The rationale for NBN Co's push to help construction companies ramp up their rollout teams is discussed in Business Spectator and there are quite a few questions that need to be asked of the failed approach taken to carry out the construction of the NBN.
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NBN’s ambitious plan to complete the multi-technology mix National Broadband Network rollout by the end of this decade appears to be one step closer as a result of its decision to recruit and train 4,500 workers that will be employed by construction partners within the telco industry.
Currently NBN employs about 3,600 people and construction partners employ another 4,500 people either directly or as sub-contractors.
In 2012 NBN estimated the peak rollout-related workforce would be 16,000 to 18,000, the company has since revised the estimates of the total number of construction workers to about 9,000 with an additional 5,000 employed directly by NBN by 2020. There may yet be a need for NBN to revisit this projection over the next couple of years, but for now the company is able to focus on completing the network after overcoming regulatory and commercial delays caused by the government’s decision to alter the technology mix.
The target for rollout crews is to increase the connection rate from the estimated 8,000 premises per week that is currently being achieved to more than 20,000 premises per week. NBN’s analysis of the workforce needed to achieve the peak rollout rate has highlighted that there’s a need for an additional 4500 construction workers by the end of the 2018 financial year.
Source: NBN Co 2015
The 4,500 workers will be distributed around Australia with 1,300 jobs in New South Wales and the Australian Capital Territory, 900 in Western Australia, 900 in Queensland, 800 in Victoria, 400 in South Australia/Northern Territory, 200 in Tasmania. In the Northern Territory, NBN does not utilise a construction partner and has built up a small but highly efficient construction division that works with the local sub-contractors that field the rollout teams.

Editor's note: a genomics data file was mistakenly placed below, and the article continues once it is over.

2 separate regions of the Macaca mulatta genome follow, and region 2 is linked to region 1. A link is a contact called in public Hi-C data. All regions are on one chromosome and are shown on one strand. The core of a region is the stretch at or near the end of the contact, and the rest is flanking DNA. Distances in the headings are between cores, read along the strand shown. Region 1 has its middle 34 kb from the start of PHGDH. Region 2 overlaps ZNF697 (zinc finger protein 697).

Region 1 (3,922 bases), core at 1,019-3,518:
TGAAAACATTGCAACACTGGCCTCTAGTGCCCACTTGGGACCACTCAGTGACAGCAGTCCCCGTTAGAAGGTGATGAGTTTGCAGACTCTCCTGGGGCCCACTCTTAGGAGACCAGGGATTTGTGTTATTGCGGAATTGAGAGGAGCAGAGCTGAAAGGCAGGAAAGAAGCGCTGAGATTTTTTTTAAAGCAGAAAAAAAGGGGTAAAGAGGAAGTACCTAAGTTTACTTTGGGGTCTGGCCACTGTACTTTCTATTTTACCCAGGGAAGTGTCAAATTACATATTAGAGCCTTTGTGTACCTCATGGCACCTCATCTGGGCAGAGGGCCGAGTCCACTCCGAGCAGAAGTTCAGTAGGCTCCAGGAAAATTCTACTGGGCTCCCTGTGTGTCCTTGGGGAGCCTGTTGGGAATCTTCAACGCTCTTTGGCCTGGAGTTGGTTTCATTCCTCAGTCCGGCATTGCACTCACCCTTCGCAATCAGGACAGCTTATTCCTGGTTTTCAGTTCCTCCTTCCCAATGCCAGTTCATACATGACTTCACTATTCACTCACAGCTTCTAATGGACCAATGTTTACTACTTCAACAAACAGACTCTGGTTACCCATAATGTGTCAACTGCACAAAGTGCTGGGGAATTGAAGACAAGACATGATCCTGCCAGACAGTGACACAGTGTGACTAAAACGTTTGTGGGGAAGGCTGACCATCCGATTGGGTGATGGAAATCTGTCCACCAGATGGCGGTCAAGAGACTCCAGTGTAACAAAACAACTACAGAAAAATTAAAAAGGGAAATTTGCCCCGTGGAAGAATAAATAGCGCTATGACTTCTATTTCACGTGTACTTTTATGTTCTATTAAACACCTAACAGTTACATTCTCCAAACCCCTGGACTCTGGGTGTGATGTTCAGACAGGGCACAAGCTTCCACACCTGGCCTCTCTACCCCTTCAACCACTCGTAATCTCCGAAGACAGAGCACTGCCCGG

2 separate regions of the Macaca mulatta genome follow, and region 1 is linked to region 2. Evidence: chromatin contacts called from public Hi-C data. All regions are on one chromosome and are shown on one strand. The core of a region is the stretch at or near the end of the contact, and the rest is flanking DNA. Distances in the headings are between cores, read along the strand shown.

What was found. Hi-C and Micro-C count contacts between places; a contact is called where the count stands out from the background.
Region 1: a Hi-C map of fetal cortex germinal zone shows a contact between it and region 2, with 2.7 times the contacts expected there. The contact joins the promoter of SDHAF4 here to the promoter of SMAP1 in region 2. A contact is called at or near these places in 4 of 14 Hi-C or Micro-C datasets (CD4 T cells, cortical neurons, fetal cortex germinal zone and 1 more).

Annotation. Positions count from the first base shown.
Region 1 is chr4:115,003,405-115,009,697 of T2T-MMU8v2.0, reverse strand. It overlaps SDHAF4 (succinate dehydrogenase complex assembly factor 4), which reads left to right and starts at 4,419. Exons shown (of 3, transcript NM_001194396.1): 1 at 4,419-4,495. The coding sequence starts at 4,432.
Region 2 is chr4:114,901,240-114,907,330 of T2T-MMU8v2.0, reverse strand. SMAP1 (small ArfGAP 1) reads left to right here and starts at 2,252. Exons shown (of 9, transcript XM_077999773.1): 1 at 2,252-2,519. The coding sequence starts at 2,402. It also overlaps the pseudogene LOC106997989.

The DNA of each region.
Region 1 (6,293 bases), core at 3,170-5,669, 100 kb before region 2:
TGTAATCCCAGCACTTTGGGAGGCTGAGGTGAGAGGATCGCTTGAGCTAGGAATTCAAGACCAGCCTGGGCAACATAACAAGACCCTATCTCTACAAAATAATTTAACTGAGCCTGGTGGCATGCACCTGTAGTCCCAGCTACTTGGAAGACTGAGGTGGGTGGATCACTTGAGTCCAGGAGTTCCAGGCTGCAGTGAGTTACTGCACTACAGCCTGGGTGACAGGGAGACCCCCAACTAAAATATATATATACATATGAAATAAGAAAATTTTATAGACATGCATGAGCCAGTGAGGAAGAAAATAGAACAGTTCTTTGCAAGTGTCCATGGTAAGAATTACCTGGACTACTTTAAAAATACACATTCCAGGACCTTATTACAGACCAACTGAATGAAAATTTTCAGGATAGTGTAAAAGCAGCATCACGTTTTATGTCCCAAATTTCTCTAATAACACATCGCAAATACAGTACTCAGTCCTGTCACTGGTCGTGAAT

NBN is taking a positive outcomes based approach to the rollout and has introduced multi-technology integrated master agreements to reward construction partners for speed, quality and safety and to provide direct funding of training for industry workers to upskill them for specialised tasks.
The decision to outsource the rollout to construction partners has significantly inflated costs and introduced unwelcome delays. While the construction problems will not be completely alleviated by the changes introduced, the likelihood of the project completing on time has increased.
The focus of the recruitment program will be to boost the Fibre to the Node (FTTN) rollout by injecting a large number of people into the workforce that have training on how to cut-over copper connections to premises and remediate copper drop-lines.
NBN CEO Bill Morrow has highlighted the goal of attracting recently retired or out of work former telco employees to be retrained and work with younger trainees during this next phase of the rollout. The work would include copper cable joiners, lines workers, cable layers, technicians and electrical cable layers.